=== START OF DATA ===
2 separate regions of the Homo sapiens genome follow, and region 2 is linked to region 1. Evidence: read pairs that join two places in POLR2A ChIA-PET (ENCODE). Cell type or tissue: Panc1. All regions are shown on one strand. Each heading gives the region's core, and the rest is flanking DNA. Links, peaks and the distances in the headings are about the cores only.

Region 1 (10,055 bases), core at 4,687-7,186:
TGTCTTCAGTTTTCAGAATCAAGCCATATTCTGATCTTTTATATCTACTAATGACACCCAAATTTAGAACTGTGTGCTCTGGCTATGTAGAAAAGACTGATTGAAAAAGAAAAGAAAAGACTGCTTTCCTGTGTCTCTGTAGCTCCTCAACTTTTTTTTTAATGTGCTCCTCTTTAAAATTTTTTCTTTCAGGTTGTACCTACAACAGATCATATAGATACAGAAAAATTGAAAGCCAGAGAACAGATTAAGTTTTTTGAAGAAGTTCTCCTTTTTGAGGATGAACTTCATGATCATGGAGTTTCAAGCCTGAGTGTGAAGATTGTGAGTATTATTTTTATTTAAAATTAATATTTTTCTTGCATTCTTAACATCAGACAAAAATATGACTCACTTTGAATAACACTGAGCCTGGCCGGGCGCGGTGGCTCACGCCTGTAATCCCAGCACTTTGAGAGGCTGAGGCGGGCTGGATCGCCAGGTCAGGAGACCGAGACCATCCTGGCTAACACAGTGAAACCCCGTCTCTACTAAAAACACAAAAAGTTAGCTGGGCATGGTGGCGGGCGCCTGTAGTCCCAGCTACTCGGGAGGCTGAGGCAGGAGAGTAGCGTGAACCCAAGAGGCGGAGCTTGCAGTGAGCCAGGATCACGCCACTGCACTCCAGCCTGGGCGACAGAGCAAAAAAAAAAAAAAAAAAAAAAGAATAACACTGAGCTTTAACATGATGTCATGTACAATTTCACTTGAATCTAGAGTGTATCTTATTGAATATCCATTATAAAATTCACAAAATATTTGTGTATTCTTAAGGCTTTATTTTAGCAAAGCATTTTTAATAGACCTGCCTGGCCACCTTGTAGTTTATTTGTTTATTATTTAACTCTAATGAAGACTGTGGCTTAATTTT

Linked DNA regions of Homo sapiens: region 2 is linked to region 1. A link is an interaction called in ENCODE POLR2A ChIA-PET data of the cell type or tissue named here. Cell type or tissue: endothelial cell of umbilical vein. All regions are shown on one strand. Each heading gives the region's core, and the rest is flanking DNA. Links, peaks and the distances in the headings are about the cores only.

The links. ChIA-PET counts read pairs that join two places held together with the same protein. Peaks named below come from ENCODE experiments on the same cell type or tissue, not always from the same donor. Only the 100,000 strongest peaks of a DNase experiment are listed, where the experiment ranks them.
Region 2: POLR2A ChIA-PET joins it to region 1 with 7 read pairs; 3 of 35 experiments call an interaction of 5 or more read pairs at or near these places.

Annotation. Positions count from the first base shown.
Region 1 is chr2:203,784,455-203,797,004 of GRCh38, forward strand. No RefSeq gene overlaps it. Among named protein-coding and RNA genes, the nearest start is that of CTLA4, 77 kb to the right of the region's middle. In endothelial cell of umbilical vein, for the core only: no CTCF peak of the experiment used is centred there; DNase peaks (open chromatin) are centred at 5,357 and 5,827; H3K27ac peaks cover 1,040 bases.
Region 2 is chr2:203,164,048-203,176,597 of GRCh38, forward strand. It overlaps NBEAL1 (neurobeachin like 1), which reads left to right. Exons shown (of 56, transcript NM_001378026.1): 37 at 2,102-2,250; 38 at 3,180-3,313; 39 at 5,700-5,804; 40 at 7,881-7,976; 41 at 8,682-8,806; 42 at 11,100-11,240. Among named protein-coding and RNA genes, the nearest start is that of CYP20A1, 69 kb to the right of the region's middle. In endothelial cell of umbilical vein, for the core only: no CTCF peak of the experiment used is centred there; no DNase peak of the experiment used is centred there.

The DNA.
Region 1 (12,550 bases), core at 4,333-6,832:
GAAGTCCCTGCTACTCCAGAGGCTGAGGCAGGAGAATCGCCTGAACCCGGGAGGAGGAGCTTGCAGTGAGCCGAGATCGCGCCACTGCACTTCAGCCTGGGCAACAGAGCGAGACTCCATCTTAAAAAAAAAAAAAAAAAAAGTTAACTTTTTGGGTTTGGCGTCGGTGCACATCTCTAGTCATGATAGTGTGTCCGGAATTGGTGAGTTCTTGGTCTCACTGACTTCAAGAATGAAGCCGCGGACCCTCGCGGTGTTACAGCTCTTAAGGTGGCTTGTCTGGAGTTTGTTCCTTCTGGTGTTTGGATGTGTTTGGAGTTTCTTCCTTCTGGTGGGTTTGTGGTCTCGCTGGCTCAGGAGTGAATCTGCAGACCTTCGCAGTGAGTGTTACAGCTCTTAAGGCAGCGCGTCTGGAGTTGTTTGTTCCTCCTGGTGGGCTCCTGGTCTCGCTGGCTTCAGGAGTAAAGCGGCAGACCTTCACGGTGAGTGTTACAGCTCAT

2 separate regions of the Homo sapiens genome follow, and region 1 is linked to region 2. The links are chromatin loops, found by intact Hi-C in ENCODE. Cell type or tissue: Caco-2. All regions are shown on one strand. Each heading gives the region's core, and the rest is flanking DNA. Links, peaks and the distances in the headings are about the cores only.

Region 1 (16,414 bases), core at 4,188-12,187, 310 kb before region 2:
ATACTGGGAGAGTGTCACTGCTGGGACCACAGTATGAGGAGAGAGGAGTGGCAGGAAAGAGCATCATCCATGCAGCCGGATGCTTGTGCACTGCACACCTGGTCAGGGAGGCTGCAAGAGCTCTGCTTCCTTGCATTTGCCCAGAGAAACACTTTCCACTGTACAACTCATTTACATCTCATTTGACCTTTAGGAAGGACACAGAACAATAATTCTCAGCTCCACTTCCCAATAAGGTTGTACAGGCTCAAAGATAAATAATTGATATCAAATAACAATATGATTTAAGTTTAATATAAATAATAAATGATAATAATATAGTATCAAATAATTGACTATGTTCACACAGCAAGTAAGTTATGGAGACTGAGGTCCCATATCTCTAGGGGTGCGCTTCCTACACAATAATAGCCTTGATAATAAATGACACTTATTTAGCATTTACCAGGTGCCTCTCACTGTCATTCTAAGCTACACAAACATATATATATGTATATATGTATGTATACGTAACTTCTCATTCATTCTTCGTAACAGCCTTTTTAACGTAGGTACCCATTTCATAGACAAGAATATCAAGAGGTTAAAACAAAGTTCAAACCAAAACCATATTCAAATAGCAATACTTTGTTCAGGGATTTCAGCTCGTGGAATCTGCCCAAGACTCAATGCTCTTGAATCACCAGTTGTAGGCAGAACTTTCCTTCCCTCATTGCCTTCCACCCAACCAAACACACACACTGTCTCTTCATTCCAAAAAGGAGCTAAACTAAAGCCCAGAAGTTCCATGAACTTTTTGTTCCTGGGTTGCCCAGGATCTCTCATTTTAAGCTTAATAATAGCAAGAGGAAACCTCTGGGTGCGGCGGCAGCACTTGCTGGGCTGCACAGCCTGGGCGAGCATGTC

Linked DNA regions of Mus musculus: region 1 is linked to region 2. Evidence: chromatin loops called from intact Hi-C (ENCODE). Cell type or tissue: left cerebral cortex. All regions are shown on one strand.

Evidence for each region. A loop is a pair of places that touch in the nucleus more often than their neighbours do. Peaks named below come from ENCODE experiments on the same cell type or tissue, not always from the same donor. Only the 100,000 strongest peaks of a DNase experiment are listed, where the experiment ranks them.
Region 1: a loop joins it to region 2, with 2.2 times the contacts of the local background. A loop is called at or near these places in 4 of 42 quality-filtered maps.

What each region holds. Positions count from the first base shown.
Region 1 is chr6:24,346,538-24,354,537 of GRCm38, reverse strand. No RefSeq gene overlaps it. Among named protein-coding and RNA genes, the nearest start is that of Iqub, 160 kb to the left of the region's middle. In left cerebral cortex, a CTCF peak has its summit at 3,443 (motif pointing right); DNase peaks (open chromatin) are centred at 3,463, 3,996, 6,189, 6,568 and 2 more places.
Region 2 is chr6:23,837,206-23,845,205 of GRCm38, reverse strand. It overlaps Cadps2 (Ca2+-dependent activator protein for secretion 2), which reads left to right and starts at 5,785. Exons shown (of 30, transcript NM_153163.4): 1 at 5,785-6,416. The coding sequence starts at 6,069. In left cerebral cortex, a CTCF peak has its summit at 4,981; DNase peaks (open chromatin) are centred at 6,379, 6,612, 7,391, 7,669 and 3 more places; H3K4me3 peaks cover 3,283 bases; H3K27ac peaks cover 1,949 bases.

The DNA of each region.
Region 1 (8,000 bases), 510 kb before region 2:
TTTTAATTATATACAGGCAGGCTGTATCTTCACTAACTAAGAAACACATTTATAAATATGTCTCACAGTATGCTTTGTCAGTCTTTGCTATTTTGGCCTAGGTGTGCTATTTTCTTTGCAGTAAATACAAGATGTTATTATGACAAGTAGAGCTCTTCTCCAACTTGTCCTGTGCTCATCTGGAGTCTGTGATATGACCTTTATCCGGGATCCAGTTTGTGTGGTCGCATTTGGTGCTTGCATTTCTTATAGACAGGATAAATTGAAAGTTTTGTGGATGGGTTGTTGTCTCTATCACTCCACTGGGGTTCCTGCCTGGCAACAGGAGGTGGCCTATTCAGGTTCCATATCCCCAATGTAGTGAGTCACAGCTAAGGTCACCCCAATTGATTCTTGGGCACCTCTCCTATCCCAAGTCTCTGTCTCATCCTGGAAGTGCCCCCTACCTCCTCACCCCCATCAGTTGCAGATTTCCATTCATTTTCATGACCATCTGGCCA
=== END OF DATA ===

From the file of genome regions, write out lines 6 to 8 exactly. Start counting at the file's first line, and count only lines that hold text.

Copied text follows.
Region 2: POLR2A ChIA-PET joins it to region 1 with 7 read pairs; 3 of 35 experiments call an interaction of 5 or more read pairs at or near these places.

Annotation. Positions count from the first base shown.
Region 1 is chr2:203,784,455-203,797,004 of GRCh38, forward strand. No RefSeq gene overlaps it. Among named protein-coding and RNA genes, the nearest start is that of CTLA4, 77 kb to the right of the region's middle. In endothelial cell of umbilical vein, for the core only: no CTCF peak of the experiment used is centred there; DNase peaks (open chromatin) are centred at 5,357 and 5,827; H3K27ac peaks cover 1,040 bases.